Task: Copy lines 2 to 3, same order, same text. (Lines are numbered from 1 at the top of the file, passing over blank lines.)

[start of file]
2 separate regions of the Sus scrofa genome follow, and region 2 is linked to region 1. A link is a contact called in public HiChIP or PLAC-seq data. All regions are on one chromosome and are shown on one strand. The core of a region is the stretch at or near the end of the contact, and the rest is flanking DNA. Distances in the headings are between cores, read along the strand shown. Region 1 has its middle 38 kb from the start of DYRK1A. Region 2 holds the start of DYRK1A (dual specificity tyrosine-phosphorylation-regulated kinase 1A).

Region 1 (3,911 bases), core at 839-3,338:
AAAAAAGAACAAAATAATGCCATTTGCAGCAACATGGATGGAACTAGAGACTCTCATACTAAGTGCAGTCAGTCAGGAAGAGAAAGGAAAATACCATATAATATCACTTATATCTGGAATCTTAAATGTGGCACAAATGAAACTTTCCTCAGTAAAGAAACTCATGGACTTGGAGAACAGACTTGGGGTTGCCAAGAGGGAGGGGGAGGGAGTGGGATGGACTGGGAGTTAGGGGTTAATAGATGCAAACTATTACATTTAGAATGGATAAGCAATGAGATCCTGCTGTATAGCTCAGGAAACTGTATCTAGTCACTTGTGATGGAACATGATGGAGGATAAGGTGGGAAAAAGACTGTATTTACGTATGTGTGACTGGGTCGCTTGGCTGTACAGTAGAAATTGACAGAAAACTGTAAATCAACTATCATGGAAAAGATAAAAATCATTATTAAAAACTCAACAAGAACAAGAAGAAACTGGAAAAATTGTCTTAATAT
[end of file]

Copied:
Region 1 (3,911 bases), core at 839-3,338:
AAAAAAGAACAAAATAATGCCATTTGCAGCAACATGGATGGAACTAGAGACTCTCATACTAAGTGCAGTCAGTCAGGAAGAGAAAGGAAAATACCATATAATATCACTTATATCTGGAATCTTAAATGTGGCACAAATGAAACTTTCCTCAGTAAAGAAACTCATGGACTTGGAGAACAGACTTGGGGTTGCCAAGAGGGAGGGGGAGGGAGTGGGATGGACTGGGAGTTAGGGGTTAATAGATGCAAACTATTACATTTAGAATGGATAAGCAATGAGATCCTGCTGTATAGCTCAGGAAACTGTATCTAGTCACTTGTGATGGAACATGATGGAGGATAAGGTGGGAAAAAGACTGTATTTACGTATGTGTGACTGGGTCGCTTGGCTGTACAGTAGAAATTGACAGAAAACTGTAAATCAACTATCATGGAAAAGATAAAAATCATTATTAAAAACTCAACAAGAACAAGAAGAAACTGGAAAAATTGTCTTAATAT